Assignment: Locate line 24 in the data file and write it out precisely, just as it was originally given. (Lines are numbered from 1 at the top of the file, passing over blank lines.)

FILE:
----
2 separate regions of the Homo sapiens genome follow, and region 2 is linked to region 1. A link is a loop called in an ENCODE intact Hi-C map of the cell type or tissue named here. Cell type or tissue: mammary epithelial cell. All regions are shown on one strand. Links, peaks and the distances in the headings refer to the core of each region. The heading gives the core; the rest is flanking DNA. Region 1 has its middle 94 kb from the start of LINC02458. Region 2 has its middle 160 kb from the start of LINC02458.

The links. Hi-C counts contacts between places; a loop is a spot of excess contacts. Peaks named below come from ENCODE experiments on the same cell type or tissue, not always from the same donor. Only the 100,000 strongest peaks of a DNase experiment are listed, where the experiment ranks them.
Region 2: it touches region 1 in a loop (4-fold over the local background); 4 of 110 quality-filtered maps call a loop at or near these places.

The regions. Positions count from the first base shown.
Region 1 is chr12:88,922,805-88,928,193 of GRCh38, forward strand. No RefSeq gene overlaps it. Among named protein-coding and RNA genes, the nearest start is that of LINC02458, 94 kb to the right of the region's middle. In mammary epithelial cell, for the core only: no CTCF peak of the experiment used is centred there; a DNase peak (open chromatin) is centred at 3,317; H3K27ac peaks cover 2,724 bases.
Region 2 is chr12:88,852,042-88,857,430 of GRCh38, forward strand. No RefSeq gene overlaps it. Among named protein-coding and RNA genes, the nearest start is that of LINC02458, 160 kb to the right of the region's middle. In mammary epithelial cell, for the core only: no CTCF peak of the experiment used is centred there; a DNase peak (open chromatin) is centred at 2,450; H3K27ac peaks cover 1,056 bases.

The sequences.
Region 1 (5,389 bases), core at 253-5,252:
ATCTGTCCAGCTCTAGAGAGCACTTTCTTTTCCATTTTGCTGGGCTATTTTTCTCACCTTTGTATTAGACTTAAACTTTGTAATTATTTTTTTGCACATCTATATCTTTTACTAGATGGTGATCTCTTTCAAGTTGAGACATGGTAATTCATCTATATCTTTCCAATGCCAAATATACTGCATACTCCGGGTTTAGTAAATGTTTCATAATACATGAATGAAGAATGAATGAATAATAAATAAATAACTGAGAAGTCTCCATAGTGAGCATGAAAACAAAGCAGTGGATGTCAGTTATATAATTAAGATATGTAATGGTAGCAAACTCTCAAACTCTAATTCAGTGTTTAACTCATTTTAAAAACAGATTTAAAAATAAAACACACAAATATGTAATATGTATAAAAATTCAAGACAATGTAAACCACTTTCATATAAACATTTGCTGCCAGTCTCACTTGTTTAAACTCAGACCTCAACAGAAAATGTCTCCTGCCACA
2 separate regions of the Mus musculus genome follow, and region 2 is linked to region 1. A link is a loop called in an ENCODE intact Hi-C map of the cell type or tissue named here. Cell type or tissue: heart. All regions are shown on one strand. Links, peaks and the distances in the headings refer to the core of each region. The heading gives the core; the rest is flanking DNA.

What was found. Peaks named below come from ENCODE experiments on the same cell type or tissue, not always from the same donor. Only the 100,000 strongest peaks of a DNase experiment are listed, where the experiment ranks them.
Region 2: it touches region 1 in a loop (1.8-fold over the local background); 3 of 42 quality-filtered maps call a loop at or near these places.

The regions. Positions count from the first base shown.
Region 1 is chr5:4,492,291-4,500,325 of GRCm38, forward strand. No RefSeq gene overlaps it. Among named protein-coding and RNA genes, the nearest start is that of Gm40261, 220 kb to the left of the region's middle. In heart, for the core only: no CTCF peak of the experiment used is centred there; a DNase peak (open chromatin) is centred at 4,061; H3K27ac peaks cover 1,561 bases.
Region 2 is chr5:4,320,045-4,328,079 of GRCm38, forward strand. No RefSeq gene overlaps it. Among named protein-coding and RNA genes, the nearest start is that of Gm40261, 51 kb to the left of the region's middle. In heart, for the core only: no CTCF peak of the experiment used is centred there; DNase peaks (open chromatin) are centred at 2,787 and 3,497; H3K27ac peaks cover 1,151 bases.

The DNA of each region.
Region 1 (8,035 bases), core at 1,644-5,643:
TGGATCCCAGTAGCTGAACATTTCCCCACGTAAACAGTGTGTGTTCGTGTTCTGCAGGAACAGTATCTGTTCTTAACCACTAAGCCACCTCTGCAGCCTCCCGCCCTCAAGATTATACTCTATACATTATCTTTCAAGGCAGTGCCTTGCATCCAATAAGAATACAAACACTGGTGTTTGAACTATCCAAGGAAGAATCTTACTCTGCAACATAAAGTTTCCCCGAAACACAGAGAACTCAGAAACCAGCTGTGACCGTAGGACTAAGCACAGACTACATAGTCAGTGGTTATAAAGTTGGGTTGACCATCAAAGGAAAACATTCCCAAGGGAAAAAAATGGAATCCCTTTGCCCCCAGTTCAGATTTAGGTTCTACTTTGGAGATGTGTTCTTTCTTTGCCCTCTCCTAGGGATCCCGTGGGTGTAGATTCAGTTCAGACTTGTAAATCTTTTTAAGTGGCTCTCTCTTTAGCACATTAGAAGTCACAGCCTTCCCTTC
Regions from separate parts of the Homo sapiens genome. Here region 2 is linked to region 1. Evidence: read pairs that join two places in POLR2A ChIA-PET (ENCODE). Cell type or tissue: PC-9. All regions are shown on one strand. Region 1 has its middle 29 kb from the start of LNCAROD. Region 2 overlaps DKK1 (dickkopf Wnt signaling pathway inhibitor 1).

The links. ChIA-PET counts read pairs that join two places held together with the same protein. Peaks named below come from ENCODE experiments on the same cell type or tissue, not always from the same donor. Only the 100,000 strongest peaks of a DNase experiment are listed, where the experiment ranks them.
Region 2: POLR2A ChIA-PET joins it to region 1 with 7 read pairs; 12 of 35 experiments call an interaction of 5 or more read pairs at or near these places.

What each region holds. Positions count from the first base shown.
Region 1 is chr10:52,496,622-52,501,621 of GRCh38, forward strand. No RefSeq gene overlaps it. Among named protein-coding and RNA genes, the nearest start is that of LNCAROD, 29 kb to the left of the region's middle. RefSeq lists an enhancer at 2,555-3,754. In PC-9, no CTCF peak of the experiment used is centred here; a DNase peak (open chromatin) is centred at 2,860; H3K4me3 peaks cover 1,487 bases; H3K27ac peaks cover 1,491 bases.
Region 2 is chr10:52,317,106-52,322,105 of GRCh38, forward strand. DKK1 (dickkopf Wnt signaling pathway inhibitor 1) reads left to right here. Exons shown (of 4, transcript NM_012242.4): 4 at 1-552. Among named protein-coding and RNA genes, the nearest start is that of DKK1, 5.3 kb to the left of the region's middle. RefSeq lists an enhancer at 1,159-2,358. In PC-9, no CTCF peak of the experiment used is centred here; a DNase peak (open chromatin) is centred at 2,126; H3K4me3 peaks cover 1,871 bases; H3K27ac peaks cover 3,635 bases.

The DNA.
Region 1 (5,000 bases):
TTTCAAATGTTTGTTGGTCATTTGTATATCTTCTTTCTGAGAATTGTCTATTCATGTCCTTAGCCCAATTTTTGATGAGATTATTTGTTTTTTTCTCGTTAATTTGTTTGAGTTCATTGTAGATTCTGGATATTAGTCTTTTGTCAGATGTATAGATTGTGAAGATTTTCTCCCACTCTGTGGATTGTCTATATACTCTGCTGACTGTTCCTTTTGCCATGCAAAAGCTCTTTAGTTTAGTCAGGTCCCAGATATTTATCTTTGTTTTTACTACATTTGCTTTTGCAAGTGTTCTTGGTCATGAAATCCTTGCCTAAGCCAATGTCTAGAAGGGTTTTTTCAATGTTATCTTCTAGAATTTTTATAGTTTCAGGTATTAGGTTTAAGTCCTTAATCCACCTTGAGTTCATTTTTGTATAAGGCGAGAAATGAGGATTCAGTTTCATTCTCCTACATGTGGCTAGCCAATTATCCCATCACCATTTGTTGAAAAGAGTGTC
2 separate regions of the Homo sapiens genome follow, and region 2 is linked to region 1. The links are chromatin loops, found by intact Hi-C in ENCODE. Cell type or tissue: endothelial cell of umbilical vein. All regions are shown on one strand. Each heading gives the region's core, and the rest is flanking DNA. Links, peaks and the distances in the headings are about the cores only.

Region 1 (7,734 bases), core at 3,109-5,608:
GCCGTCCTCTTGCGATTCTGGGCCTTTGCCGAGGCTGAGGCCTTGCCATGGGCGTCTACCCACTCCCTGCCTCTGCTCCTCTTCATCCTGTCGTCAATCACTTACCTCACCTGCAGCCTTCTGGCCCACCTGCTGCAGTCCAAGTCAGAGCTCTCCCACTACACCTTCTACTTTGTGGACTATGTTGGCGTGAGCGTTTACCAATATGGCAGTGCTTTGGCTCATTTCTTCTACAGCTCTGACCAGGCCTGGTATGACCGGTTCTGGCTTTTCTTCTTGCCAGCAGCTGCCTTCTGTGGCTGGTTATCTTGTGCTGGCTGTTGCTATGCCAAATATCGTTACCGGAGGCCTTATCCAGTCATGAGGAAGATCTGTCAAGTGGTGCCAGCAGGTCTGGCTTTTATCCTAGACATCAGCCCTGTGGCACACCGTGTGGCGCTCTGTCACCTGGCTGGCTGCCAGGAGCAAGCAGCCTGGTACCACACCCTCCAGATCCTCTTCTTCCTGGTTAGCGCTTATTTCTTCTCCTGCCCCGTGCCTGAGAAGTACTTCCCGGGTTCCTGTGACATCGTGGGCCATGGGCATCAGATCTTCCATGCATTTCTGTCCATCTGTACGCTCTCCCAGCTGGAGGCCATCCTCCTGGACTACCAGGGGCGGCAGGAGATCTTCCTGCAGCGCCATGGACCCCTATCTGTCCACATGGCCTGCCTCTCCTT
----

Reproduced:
Region 2 is chr10:52,317,106-52,322,105 of GRCh38, forward strand. DKK1 (dickkopf Wnt signaling pathway inhibitor 1) reads left to right here. Exons shown (of 4, transcript NM_012242.4): 4 at 1-552. Among named protein-coding and RNA genes, the nearest start is that of DKK1, 5.3 kb to the left of the region's middle. RefSeq lists an enhancer at 1,159-2,358. In PC-9, no CTCF peak of the experiment used is centred here; a DNase peak (open chromatin) is centred at 2,126; H3K4me3 peaks cover 1,871 bases; H3K27ac peaks cover 3,635 bases.